There are two reasons why even an economist might say it's not right. One is the need to get more value out of the same amount of materials by improving the efficiency of production and thus preventing waste at source. The better UK companies can be at this, the more advantage they will have over competitors, whether national or international. The fancy policy name for this is resource productivity, again espoused by UK policymakers but with little in the way of practical measures to drive it forward.

The other reason is the contribution of waste to climate change, which will translate into costs for business as measures to limit emissions of greenhouse gases start to bite. Landfill contributes a large amount of methane to the greenhouse gas tally (this is one of the main drivers of the EU Landfill Directive) and so there will be increasing regulatory pressure and associated costs. However, the need to reduce energy in production across the board means that recycling is a better option than the usual extract-produce-bury pattern we've been used to. Critics of recycling are fond of arguing that just because people feel it is the right thing to do, it doesn't mean that there is a sound economic rationale for keeping materials in circulation longer. Well, climate change is about to provide one.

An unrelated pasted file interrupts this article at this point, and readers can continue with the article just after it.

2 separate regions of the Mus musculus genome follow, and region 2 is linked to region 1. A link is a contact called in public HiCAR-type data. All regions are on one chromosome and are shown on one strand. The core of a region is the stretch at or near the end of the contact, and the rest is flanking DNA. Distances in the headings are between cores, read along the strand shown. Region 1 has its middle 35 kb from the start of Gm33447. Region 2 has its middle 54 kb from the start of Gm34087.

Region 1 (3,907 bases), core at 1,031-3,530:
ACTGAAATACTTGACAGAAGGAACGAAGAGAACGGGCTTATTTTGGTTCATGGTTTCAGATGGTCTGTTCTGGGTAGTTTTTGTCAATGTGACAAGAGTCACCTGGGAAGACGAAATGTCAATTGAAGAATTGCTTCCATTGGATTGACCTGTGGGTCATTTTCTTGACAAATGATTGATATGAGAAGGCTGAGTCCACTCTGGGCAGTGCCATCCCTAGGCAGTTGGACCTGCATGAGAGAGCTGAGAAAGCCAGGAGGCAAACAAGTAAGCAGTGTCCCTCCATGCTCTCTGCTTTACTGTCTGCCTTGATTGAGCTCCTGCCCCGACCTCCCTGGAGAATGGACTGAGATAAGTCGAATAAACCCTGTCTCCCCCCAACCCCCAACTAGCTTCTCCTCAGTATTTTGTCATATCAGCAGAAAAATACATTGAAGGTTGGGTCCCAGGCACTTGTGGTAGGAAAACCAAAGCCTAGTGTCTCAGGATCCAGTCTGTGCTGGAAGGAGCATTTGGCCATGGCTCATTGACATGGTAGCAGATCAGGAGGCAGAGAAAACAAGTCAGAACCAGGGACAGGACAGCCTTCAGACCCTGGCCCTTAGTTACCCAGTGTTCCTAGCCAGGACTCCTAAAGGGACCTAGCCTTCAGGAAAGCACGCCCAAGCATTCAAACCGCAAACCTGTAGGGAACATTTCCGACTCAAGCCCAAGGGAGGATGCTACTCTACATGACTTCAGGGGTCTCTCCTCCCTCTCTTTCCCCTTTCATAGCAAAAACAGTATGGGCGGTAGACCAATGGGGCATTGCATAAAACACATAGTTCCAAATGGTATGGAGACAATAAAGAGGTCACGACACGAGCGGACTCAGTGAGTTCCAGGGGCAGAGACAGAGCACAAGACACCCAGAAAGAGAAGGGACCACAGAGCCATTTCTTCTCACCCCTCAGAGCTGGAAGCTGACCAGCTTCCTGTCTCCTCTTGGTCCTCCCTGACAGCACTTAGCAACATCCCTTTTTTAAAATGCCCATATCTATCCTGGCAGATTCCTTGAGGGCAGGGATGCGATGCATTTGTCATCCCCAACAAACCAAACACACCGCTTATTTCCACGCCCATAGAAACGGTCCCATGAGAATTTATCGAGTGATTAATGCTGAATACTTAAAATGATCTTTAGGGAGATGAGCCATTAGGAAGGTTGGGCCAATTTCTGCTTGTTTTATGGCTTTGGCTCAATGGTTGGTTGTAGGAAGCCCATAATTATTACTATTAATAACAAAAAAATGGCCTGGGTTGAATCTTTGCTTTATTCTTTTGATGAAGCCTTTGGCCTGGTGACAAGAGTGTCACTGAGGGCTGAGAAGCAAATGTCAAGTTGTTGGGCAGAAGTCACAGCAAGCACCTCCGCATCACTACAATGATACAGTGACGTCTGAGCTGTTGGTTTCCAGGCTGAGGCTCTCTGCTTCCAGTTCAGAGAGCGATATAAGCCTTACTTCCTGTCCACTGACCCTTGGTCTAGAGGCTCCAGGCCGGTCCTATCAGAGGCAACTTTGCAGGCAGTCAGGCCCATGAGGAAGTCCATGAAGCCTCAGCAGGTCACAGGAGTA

At Green Alliance we hope that the economic rationale for moving waste up the hierarchy will be provided by more than energy policy. It will be provided by a government commitment to doing things differently, which is given life by a faster rise in the landfill tax than that proposed in November 2002, and re-use of a substantial amount of the revenue from the tax to fund not just local authority recycling schemes, but also more research into market development, and innovative means of waste prevention. Local authorities need to be given more ambitious targets, but they must be underpinned by adequate resources.